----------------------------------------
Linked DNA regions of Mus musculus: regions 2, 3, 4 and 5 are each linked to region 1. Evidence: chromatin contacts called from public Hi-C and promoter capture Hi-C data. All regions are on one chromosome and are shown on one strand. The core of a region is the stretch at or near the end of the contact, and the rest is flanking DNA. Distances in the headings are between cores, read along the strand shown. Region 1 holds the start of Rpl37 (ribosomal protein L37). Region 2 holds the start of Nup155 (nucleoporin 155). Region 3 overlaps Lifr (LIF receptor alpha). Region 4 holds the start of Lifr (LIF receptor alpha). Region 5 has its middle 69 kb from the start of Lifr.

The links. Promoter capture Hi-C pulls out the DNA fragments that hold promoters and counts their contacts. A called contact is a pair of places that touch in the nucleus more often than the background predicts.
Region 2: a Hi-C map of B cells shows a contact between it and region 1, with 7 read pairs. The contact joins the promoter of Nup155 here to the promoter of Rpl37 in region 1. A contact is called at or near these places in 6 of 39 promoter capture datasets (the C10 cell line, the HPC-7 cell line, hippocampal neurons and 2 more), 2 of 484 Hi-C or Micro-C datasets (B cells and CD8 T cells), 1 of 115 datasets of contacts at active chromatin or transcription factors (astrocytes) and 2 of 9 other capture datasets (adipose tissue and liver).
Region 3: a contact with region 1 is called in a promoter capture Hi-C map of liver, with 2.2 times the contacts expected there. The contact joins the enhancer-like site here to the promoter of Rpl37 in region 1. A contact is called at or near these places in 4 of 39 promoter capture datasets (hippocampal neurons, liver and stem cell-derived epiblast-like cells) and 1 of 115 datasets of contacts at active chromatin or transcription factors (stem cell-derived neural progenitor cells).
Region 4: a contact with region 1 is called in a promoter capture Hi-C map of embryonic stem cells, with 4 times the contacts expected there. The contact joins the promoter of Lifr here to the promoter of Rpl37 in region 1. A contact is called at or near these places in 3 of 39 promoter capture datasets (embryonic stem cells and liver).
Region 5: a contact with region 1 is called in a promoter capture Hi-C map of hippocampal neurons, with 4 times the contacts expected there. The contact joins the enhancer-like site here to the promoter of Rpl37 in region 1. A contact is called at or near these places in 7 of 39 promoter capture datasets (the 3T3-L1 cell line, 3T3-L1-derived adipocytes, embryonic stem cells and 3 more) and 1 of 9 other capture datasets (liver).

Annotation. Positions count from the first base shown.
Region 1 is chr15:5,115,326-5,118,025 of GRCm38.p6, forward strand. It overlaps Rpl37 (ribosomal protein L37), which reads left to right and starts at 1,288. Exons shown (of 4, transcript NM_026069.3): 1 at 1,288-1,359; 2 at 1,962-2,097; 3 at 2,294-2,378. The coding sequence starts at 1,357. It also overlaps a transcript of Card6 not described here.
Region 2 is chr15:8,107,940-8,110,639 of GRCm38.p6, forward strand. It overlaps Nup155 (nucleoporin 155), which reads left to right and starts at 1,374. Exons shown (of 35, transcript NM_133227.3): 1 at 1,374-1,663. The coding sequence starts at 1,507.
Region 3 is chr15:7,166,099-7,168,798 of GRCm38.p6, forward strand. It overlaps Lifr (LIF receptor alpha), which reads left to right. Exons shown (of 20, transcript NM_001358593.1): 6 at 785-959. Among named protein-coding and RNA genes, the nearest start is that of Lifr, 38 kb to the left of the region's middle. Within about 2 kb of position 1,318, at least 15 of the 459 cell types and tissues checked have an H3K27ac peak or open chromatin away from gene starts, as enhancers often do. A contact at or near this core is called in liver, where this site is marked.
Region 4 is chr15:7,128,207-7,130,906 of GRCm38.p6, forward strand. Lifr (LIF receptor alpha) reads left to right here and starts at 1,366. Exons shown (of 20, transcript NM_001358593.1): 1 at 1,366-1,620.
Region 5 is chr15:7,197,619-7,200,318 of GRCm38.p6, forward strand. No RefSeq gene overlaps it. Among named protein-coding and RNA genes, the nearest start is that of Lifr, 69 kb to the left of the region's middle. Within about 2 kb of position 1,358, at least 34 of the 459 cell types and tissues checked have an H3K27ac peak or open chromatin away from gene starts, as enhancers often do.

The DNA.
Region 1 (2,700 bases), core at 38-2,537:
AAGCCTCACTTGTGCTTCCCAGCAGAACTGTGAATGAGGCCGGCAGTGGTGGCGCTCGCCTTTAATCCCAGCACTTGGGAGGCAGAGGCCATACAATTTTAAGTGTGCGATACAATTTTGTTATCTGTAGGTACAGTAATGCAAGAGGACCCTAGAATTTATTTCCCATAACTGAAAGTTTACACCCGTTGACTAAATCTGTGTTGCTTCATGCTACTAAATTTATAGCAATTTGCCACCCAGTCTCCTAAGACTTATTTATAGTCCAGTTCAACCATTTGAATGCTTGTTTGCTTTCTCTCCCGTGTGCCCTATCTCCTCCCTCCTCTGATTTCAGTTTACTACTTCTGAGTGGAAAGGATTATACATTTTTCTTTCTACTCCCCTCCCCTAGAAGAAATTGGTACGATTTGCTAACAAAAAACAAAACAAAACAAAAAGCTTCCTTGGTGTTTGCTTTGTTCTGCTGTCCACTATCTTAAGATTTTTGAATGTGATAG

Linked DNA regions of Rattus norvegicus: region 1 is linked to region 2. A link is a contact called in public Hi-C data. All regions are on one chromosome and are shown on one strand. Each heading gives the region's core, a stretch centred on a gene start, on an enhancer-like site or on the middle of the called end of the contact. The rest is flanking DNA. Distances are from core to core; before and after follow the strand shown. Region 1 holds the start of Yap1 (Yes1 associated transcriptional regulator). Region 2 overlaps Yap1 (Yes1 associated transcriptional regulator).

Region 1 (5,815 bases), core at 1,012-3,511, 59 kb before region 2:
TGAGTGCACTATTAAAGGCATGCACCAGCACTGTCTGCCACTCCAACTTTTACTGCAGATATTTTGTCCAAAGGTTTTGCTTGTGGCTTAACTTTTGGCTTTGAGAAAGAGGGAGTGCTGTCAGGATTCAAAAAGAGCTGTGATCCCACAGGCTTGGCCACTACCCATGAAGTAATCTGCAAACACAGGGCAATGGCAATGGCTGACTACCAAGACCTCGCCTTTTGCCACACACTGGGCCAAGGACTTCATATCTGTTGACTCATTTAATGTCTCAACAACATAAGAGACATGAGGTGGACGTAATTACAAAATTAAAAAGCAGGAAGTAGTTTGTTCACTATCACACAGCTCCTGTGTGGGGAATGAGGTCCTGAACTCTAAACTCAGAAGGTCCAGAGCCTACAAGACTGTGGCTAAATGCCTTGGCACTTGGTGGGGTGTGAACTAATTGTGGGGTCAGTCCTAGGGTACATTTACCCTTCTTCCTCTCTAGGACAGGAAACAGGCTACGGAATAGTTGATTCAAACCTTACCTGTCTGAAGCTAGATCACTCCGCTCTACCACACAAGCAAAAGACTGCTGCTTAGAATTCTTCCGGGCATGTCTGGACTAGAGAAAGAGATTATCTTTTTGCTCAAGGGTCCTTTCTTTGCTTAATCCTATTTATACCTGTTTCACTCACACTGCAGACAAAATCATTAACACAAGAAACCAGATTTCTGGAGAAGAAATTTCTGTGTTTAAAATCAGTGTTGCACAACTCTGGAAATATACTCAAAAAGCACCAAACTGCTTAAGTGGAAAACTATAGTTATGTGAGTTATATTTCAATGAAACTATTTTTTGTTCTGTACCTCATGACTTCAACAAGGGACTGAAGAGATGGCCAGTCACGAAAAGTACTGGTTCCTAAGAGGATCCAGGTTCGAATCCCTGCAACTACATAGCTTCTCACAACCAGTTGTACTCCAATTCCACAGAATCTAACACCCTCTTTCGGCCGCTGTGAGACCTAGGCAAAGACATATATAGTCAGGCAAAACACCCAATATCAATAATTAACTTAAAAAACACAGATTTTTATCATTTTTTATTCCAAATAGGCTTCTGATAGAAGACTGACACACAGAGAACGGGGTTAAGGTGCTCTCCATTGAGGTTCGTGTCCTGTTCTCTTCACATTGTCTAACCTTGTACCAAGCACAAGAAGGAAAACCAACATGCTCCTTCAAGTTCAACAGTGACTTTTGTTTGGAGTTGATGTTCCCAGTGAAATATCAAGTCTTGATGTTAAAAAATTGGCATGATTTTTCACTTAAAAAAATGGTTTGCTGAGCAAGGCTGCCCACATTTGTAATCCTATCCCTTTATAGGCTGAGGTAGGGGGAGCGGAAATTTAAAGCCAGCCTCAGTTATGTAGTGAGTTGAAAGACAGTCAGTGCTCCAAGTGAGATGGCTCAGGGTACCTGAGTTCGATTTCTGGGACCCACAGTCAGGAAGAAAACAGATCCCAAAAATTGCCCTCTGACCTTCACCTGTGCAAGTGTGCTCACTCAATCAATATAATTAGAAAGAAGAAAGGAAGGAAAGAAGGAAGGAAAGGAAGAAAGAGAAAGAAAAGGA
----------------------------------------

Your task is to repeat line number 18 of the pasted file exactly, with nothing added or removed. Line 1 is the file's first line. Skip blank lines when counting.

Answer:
TGAGTGCACTATTAAAGGCATGCACCAGCACTGTCTGCCACTCCAACTTTTACTGCAGATATTTTGTCCAAAGGTTTTGCTTGTGGCTTAACTTTTGGCTTTGAGAAAGAGGGAGTGCTGTCAGGATTCAAAAAGAGCTGTGATCCCACAGGCTTGGCCACTACCCATGAAGTAATCTGCAAACACAGGGCAATGGCAATGGCTGACTACCAAGACCTCGCCTTTTGCCACACACTGGGCCAAGGACTTCATATCTGTTGACTCATTTAATGTCTCAACAACATAAGAGACATGAGGTGGACGTAATTACAAAATTAAAAAGCAGGAAGTAGTTTGTTCACTATCACACAGCTCCTGTGTGGGGAATGAGGTCCTGAACTCTAAACTCAGAAGGTCCAGAGCCTACAAGACTGTGGCTAAATGCCTTGGCACTTGGTGGGGTGTGAACTAATTGTGGGGTCAGTCCTAGGGTACATTTACCCTTCTTCCTCTCTAGGACAGGAAACAGGCTACGGAATAGTTGATTCAAACCTTACCTGTCTGAAGCTAGATCACTCCGCTCTACCACACAAGCAAAAGACTGCTGCTTAGAATTCTTCCGGGCATGTCTGGACTAGAGAAAGAGATTATCTTTTTGCTCAAGGGTCCTTTCTTTGCTTAATCCTATTTATACCTGTTTCACTCACACTGCAGACAAAATCATTAACACAAGAAACCAGATTTCTGGAGAAGAAATTTCTGTGTTTAAAATCAGTGTTGCACAACTCTGGAAATATACTCAAAAAGCACCAAACTGCTTAAGTGGAAAACTATAGTTATGTGAGTTATATTTCAATGAAACTATTTTTTGTTCTGTACCTCATGACTTCAACAAGGGACTGAAGAGATGGCCAGTCACGAAAAGTACTGGTTCCTAAGAGGATCCAGGTTCGAATCCCTGCAACTACATAGCTTCTCACAACCAGTTGTACTCCAATTCCACAGAATCTAACACCCTCTTTCGGCCGCTGTGAGACCTAGGCAAAGACATATATAGTCAGGCAAAACACCCAATATCAATAATTAACTTAAAAAACACAGATTTTTATCATTTTTTATTCCAAATAGGCTTCTGATAGAAGACTGACACACAGAGAACGGGGTTAAGGTGCTCTCCATTGAGGTTCGTGTCCTGTTCTCTTCACATTGTCTAACCTTGTACCAAGCACAAGAAGGAAAACCAACATGCTCCTTCAAGTTCAACAGTGACTTTTGTTTGGAGTTGATGTTCCCAGTGAAATATCAAGTCTTGATGTTAAAAAATTGGCATGATTTTTCACTTAAAAAAATGGTTTGCTGAGCAAGGCTGCCCACATTTGTAATCCTATCCCTTTATAGGCTGAGGTAGGGGGAGCGGAAATTTAAAGCCAGCCTCAGTTATGTAGTGAGTTGAAAGACAGTCAGTGCTCCAAGTGAGATGGCTCAGGGTACCTGAGTTCGATTTCTGGGACCCACAGTCAGGAAGAAAACAGATCCCAAAAATTGCCCTCTGACCTTCACCTGTGCAAGTGTGCTCACTCAATCAATATAATTAGAAAGAAGAAAGGAAGGAAAGAAGGAAGGAAAGGAAGAAAGAGAAAGAAAAGGA